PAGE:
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Kamala Harris: The Right Choice for VP

*This piece is an opinion and does not reflect the entire ideals of Her Campus at VCU and Her Campus Media*

For his first big decision as the Democratic presidential nominee, Joe Biden definitely got it right! On August 11, 2020, Senator Kamala Harris was chosen as a running mate on Biden's ballot. Now this is good for a plethora of reasons, but we'll start with the most obvious one: if Biden wins the 2020 election, Harris will be the first half African American, half South Indian woman to be elected as Vice President. Harris is also relatively young and a good debater. This will help her during the campaign. 

Harris is a member of the Senate representing the state of California, and while she has only been in the Senate for a short while, she has definitely made her mark. Harris has been very vocal about her disapproval of the Trump administration's separation of immigrant families, her own mother being an immigrant. She has also been strong on support for labor unions and LGBTQIA+ rights. 

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Though Harris is a history-making choice, she is the right choice for VP for one main reason: she was the most obvious and expected choice. Biden is ahead in the polls, albeit not that much ahead, around eight points, and when you're ahead, you do the safe and expected thing. You do not feel the need to shake things up. Before choosing Harris as his running mate, Biden told several sources that he would be choosing a woman of color as the VP candidate. Excitement built towards her DNC speech and then Biden's, but now the narrative has gone back to Trump and the virus—basically a news narrative that has been bad for Trump's campaign for weeks now. 

During Harris's stint as San Francisco's District Attorney, she has been on the wrong side of history a couple of times. For example, in 2014, Harris declined to take a position on Proposition 47, a ballot initiative approved by voters that reduced certain low-level felonies to misdemeanors. She also laughed when a reporter asked if she would support the legalization of marijuana for recreational use. Harris reversed her opinion about it in 2018 when the public opinion had shifted. Harris has played it safe and hasn't tried to sway some of her conservative colleagues on issues that matter all too much nowadays. Harris will definitely have to answer questions about her record as a prosecutor, and she'll have to answer them very well.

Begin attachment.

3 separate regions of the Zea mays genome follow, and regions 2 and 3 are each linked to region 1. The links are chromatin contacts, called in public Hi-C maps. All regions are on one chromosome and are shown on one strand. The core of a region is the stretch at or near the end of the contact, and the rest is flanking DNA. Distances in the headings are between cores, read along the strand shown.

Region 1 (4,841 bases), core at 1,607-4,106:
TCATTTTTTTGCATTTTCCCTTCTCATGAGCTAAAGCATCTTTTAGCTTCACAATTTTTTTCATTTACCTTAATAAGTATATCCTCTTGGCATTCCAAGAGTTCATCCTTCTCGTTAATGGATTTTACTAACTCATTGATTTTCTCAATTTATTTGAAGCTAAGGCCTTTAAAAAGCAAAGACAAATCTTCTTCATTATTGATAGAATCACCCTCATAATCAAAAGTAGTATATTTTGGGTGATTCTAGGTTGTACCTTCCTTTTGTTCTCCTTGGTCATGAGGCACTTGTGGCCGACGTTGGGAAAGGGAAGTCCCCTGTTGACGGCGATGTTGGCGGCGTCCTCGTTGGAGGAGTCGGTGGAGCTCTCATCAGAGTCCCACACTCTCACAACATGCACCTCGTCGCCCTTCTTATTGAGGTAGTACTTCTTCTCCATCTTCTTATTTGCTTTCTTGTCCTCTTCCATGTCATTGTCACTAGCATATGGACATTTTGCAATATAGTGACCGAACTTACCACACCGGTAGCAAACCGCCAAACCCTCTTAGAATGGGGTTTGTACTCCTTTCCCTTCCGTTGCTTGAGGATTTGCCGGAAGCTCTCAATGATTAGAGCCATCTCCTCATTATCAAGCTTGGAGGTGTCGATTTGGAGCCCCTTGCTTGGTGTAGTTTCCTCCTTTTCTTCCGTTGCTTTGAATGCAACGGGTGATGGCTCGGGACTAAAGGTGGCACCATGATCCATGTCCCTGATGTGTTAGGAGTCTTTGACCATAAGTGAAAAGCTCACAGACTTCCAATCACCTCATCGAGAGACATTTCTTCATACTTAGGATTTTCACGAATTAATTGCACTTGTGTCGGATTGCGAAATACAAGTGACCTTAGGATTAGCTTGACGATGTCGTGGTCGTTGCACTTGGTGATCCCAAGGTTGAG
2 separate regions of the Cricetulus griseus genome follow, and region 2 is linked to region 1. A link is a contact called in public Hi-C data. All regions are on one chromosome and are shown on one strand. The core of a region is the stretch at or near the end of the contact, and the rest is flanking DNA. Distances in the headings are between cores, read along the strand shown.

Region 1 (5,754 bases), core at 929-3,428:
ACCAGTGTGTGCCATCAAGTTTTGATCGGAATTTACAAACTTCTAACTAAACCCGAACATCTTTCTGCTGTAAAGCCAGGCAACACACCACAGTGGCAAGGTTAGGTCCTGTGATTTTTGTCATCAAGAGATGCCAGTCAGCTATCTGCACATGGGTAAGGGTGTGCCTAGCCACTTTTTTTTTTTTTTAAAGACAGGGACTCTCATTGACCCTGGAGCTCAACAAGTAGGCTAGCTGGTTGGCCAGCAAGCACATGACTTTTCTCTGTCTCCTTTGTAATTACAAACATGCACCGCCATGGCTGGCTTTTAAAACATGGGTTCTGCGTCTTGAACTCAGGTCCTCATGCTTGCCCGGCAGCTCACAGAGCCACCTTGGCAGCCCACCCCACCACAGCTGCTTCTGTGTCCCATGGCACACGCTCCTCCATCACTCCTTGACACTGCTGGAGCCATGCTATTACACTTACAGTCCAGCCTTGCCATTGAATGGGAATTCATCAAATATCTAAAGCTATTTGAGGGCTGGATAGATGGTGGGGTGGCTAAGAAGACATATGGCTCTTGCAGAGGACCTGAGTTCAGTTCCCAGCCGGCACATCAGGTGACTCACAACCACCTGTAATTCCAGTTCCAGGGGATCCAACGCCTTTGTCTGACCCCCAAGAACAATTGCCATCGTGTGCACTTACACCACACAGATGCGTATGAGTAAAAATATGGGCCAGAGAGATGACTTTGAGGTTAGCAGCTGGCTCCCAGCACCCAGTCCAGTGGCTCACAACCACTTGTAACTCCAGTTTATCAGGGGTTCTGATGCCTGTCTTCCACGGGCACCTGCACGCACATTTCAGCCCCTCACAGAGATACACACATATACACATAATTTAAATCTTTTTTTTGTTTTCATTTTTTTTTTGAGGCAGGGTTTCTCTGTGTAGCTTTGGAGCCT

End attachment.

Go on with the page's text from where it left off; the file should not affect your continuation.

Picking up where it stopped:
As far as the Black vote goes: whether Harris will attract large numbers is purely speculation, but I suspect that she will do well on that front. Given that Biden may only serve one term, I think Black voters will be enthusiastic about the idea that she could be the presidential nominee in 2024. For hundreds of Black activists around the country, Biden had to make the race a priority in deciding a running mate, and he had to be on par with what the country was expecting. Harris is not only is a candidate with all the necessary racial backgrounds, and she is also the first graduate of a historically Black college to land a VP nomination.  

Some younger Democratic voters have been hesitant to vote for Biden, and in my opinion, now that Senator Kamala Harris is on the ticket, the younger generation of voters will be more inclined to vote for Biden. 


Tara is a junior HPEX health science major at Virginia Commonwealth University. She likes hanging out with friends and family, trying out new places to eat and scrolling through dog videos in her free time.
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